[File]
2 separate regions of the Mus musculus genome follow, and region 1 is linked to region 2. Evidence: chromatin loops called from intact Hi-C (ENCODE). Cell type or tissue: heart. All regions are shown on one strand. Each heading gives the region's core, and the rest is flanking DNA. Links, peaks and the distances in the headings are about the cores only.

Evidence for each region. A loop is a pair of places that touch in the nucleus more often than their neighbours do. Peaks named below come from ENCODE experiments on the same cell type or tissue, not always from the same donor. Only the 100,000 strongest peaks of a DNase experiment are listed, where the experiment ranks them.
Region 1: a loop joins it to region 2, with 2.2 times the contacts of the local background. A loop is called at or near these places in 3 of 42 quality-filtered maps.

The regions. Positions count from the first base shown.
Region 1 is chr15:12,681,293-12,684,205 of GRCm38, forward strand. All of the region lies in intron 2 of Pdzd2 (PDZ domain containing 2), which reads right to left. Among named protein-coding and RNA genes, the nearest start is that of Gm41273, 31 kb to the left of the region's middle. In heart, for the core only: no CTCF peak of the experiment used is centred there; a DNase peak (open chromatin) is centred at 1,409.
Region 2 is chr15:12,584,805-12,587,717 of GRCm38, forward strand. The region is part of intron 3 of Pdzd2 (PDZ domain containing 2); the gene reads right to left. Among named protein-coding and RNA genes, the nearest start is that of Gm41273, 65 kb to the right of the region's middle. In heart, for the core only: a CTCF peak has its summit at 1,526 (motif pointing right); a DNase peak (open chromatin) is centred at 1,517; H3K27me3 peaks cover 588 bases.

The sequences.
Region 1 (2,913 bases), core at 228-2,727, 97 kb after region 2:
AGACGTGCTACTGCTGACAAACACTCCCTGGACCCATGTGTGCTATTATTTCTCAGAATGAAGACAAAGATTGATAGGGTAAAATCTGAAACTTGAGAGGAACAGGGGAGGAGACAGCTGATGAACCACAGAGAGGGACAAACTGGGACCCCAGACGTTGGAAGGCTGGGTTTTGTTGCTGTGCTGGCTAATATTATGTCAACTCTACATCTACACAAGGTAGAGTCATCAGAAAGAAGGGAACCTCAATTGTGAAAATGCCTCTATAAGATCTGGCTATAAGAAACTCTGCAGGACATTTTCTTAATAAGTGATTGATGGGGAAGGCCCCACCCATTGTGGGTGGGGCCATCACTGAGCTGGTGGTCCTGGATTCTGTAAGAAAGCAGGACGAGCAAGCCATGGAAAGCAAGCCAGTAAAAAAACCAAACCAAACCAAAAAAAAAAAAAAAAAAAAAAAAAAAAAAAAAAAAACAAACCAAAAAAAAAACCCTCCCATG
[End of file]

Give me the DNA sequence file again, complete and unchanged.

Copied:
2 separate regions of the Mus musculus genome follow, and region 1 is linked to region 2. Evidence: chromatin loops called from intact Hi-C (ENCODE). Cell type or tissue: heart. All regions are shown on one strand. Each heading gives the region's core, and the rest is flanking DNA. Links, peaks and the distances in the headings are about the cores only.

Evidence for each region. A loop is a pair of places that touch in the nucleus more often than their neighbours do. Peaks named below come from ENCODE experiments on the same cell type or tissue, not always from the same donor. Only the 100,000 strongest peaks of a DNase experiment are listed, where the experiment ranks them.
Region 1: a loop joins it to region 2, with 2.2 times the contacts of the local background. A loop is called at or near these places in 3 of 42 quality-filtered maps.

The regions. Positions count from the first base shown.
Region 1 is chr15:12,681,293-12,684,205 of GRCm38, forward strand. All of the region lies in intron 2 of Pdzd2 (PDZ domain containing 2), which reads right to left. Among named protein-coding and RNA genes, the nearest start is that of Gm41273, 31 kb to the left of the region's middle. In heart, for the core only: no CTCF peak of the experiment used is centred there; a DNase peak (open chromatin) is centred at 1,409.
Region 2 is chr15:12,584,805-12,587,717 of GRCm38, forward strand. The region is part of intron 3 of Pdzd2 (PDZ domain containing 2); the gene reads right to left. Among named protein-coding and RNA genes, the nearest start is that of Gm41273, 65 kb to the right of the region's middle. In heart, for the core only: a CTCF peak has its summit at 1,526 (motif pointing right); a DNase peak (open chromatin) is centred at 1,517; H3K27me3 peaks cover 588 bases.

The sequences.
Region 1 (2,913 bases), core at 228-2,727, 97 kb after region 2:
AGACGTGCTACTGCTGACAAACACTCCCTGGACCCATGTGTGCTATTATTTCTCAGAATGAAGACAAAGATTGATAGGGTAAAATCTGAAACTTGAGAGGAACAGGGGAGGAGACAGCTGATGAACCACAGAGAGGGACAAACTGGGACCCCAGACGTTGGAAGGCTGGGTTTTGTTGCTGTGCTGGCTAATATTATGTCAACTCTACATCTACACAAGGTAGAGTCATCAGAAAGAAGGGAACCTCAATTGTGAAAATGCCTCTATAAGATCTGGCTATAAGAAACTCTGCAGGACATTTTCTTAATAAGTGATTGATGGGGAAGGCCCCACCCATTGTGGGTGGGGCCATCACTGAGCTGGTGGTCCTGGATTCTGTAAGAAAGCAGGACGAGCAAGCCATGGAAAGCAAGCCAGTAAAAAAACCAAACCAAACCAAAAAAAAAAAAAAAAAAAAAAAAAAAAAAAAAAAAACAAACCAAAAAAAAAACCCTCCCATG